Heating Systems Q&A

Radiant flooring.

As the weather cools down, you may be thinking about heating systems. Here we answer some of your questions.

Q. We have three heating zones. In one of the zones upstairs, the heat is staying at 71 to 72 degrees and won't drop below. I have the thermostat set to turn the heat on if it drops to 62, but since it is always above 70, the furnace should not turn on. However, we have noticed that our baseboard heaters are always warm upstairs. Can anyone explain why this is happening?

A. With any zone, except the problem zone, feel the pipes downstream of the flow checks. If any except the zone calling is hot, that flow check is not holding. This works best if all zones are allowed to cool before starting. Do you also get your domestic hot water from the boiler? If so, turn all thermostats down to well below room temperature and feel the pipes downstream of the flow checks. If you find a warm/hot one, it is likely your problem zone. Just turn up that thermostat and feel the pipes again for confirmation.

Q. I have a large brick house that holds heat pretty well. I'm trying to understand if it takes less energy to keep the temperature at 53, where the burns are farther apart but longer as the rads cool down and stop heating the rooms; or will it take less natural gas to keep the temperature at, say, 60 as the rads would stay warmer and the burns would be shorter, but would they be more frequent? There must be some happy medium for hot water heat, not like forced air where there are no pipes and rads radiating heat even when the system is off. I might be able to be more comfortable with maybe the same gas usage.

A. One of the more recent developments in hot water heat and economy is constant circulation. In this type of system, the water in the system circulates all of the time and the boiler temperature is varied with the outdoor temperature. It can be done with almost any system but works best with boilers, which do not hold a lot of water.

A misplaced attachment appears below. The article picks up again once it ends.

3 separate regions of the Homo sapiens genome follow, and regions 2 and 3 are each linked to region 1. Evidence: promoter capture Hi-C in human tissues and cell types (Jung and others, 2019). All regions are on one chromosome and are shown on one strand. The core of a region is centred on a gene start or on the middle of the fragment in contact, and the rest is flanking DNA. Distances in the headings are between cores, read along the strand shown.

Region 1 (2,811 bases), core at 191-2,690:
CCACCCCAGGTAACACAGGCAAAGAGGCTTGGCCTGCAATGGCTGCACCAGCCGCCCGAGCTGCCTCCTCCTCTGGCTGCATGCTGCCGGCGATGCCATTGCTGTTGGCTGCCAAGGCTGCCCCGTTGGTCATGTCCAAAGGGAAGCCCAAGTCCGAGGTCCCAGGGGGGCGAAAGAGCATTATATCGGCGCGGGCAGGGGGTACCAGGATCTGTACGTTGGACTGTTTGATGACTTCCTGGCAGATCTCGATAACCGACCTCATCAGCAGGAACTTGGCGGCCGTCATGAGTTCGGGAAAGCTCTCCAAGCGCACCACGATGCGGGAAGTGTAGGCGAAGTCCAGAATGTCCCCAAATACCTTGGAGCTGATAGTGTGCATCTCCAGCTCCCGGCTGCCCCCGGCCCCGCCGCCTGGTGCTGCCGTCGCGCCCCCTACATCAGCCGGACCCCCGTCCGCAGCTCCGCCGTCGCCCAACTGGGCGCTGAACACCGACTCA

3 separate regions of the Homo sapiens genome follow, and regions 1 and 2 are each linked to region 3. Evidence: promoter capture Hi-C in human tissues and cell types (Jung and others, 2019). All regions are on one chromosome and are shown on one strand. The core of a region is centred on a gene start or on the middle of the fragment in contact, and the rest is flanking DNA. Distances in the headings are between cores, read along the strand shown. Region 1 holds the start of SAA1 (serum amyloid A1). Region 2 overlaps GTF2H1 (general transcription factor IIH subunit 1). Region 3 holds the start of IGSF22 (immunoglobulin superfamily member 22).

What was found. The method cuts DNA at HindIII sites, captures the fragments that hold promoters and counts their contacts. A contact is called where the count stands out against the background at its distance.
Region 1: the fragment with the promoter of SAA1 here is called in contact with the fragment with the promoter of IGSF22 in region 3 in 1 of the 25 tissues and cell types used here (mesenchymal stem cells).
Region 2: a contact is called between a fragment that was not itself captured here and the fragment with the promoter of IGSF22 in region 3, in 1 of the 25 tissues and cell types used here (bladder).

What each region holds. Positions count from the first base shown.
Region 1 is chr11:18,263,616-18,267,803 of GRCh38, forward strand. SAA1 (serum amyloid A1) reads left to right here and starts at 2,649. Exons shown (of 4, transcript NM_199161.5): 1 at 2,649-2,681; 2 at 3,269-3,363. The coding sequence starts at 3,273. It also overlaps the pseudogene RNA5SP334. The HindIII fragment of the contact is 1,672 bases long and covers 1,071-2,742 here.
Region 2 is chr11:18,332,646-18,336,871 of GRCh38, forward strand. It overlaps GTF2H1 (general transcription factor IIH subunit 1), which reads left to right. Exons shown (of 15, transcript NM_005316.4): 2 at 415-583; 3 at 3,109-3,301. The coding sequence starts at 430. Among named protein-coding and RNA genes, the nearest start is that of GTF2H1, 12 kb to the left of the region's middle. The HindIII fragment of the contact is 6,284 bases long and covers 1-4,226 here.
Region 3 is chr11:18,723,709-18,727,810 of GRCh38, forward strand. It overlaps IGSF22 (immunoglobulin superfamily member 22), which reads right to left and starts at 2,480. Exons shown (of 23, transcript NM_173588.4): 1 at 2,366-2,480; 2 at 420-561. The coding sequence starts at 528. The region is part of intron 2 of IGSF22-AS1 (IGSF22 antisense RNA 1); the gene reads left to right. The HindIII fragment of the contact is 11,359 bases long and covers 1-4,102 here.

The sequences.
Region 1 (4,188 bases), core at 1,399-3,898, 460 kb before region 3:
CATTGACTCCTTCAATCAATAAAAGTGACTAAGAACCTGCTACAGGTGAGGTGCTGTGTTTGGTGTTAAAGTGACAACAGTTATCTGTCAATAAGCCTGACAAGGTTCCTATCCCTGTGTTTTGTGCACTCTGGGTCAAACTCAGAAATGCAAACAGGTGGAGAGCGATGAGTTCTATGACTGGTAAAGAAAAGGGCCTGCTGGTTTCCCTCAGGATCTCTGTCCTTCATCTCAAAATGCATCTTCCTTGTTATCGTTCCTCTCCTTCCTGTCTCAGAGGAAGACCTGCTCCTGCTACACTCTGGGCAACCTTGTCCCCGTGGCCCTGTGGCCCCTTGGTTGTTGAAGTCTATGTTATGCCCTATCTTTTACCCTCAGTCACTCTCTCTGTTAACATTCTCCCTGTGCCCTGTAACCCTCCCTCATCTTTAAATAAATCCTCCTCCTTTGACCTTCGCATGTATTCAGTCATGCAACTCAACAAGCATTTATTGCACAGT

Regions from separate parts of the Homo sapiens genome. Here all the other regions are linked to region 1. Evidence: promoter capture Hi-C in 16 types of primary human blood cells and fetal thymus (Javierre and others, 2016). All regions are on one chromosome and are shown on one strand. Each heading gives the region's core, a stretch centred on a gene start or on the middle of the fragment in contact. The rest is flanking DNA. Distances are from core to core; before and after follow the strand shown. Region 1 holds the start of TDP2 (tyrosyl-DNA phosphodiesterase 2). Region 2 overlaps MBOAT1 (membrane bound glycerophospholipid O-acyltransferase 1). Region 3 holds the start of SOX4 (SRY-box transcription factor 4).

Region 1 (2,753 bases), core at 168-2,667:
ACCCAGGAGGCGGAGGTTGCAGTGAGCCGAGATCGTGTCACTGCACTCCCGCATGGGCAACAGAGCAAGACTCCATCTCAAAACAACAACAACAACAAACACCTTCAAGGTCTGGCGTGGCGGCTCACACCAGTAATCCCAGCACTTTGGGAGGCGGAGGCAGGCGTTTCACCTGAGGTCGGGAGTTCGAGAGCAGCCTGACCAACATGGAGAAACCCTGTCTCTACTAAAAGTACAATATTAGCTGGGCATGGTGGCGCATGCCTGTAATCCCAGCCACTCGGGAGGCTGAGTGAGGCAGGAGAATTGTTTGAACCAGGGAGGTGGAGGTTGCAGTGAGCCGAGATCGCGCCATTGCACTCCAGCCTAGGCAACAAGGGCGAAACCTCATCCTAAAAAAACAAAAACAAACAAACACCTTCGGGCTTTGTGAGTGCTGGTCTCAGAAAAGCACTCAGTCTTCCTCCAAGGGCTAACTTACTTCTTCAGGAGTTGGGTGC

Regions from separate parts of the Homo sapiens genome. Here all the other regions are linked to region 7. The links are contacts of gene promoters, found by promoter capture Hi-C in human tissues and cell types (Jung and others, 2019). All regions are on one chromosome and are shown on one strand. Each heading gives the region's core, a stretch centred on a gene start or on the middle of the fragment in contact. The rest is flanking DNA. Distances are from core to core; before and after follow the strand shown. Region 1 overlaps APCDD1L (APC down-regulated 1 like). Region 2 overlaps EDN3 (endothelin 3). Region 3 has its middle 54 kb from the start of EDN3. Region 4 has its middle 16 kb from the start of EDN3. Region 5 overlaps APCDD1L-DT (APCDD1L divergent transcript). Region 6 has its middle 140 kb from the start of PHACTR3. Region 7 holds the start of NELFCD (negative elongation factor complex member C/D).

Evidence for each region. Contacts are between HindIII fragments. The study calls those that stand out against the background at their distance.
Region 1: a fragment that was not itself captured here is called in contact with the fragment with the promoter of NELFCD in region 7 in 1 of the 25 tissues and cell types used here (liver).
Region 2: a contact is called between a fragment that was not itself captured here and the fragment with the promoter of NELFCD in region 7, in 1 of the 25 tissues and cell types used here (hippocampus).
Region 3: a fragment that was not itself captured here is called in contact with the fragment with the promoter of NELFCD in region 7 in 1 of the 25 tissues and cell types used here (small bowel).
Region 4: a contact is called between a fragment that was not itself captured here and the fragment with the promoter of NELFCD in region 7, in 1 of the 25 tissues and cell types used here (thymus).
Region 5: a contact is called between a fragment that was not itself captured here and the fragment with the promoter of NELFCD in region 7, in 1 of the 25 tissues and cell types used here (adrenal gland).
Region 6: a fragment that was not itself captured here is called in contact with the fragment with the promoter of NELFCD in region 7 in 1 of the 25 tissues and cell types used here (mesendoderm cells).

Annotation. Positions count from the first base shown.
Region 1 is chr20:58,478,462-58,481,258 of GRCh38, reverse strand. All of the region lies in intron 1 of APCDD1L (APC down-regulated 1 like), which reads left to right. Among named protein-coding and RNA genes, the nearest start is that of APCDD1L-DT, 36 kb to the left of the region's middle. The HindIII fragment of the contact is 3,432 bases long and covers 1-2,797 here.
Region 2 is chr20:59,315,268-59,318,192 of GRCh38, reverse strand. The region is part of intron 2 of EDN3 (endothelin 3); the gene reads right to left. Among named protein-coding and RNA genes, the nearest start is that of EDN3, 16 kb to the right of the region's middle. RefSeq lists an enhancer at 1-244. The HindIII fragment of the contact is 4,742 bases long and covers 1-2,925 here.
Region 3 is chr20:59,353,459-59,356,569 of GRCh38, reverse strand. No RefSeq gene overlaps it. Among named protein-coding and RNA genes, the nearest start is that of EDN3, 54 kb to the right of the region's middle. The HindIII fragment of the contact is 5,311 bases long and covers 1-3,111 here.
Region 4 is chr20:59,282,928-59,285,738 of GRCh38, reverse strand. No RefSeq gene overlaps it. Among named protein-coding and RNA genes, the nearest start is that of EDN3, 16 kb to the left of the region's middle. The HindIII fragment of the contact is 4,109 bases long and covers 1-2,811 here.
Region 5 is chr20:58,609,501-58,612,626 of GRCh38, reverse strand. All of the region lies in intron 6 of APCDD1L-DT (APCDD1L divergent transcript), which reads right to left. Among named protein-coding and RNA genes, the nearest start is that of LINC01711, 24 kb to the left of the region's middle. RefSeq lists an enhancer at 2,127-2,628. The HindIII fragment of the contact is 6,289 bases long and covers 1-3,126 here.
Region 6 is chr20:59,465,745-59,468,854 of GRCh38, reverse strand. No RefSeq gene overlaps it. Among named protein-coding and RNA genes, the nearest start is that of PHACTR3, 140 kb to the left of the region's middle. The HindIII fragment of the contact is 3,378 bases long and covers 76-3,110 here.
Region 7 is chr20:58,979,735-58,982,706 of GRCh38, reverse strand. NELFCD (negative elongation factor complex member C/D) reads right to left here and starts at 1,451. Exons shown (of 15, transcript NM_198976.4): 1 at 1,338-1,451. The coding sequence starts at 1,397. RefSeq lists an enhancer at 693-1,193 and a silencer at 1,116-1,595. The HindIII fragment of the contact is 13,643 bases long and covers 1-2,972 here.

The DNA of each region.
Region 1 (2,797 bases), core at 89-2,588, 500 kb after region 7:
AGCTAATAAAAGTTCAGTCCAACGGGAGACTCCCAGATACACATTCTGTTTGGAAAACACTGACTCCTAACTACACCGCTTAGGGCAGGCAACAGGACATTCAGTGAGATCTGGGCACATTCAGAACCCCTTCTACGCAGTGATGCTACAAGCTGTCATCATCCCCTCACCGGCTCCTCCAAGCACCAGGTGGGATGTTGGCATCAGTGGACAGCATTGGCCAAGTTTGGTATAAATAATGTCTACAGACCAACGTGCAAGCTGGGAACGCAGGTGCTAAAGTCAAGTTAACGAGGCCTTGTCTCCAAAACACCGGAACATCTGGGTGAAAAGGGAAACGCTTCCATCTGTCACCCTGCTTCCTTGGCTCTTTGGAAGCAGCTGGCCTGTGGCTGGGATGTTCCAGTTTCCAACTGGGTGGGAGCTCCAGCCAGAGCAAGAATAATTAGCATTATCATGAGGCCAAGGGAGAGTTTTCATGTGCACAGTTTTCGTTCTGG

The best efficiency you can get out of your boiler will happen when the water is as cool as your boiler will tolerate. Constant circulation provides that to your boiler. The second best condition as far as efficiency goes is to keep the house as cold as possible. I don't think you should let comfort suffer by letting the setpoint fluctuate too far. When a boiler is installed, a bypass pipe is always provided around it to allow water to continue to move anytime there is a call for heat. It can be adjusted so the boiler runs at full tilt and the temperature rises gradually.

Q. My oil tank is in the basement and I re-filled it with 10 gallons. The oil line from the tank runs to the burner, which is about a foot higher than the current level of the oil in the tank. Unfortunately, I can't get the tank re-filled for a few days. The oil furnace is an older model. When I push the re-set button the pump comes on for about 30 seconds then shuts off. The burner doesn't light. How do I bleed the oil line and re-prime the pump?

A. On the oil pump, there is a small pipe plug. On some, it has a hole in it, and you can slip a small hose onto it. Break it lose or get the small wrench on it. Hit the reset and open it some, but don't take it out. If the burner goes off on reset, close the plug, then hit the reset again and open the plug. You'll have to do this till you get oil coming out of the loose plug. It might be a good idea to get a new oil filter and nozzle now.

Q. We need to replace the furnace on our side of the house. Should we be thinking of sizing the new furnace on our side to heat and provide water for both sides? Given the likely intermittent use of the other side of the home, I am afraid that this will result in oversizing the furnace on our side and lead to inefficiency. Even though its more costly, should we look to installing a smaller furnace on the other side? Do they make variable-capacity furnaces so that we can efficiently switch off half the heating zones? Perhaps use baseboard electric as a heating method for variable but peak periods in the B&B room?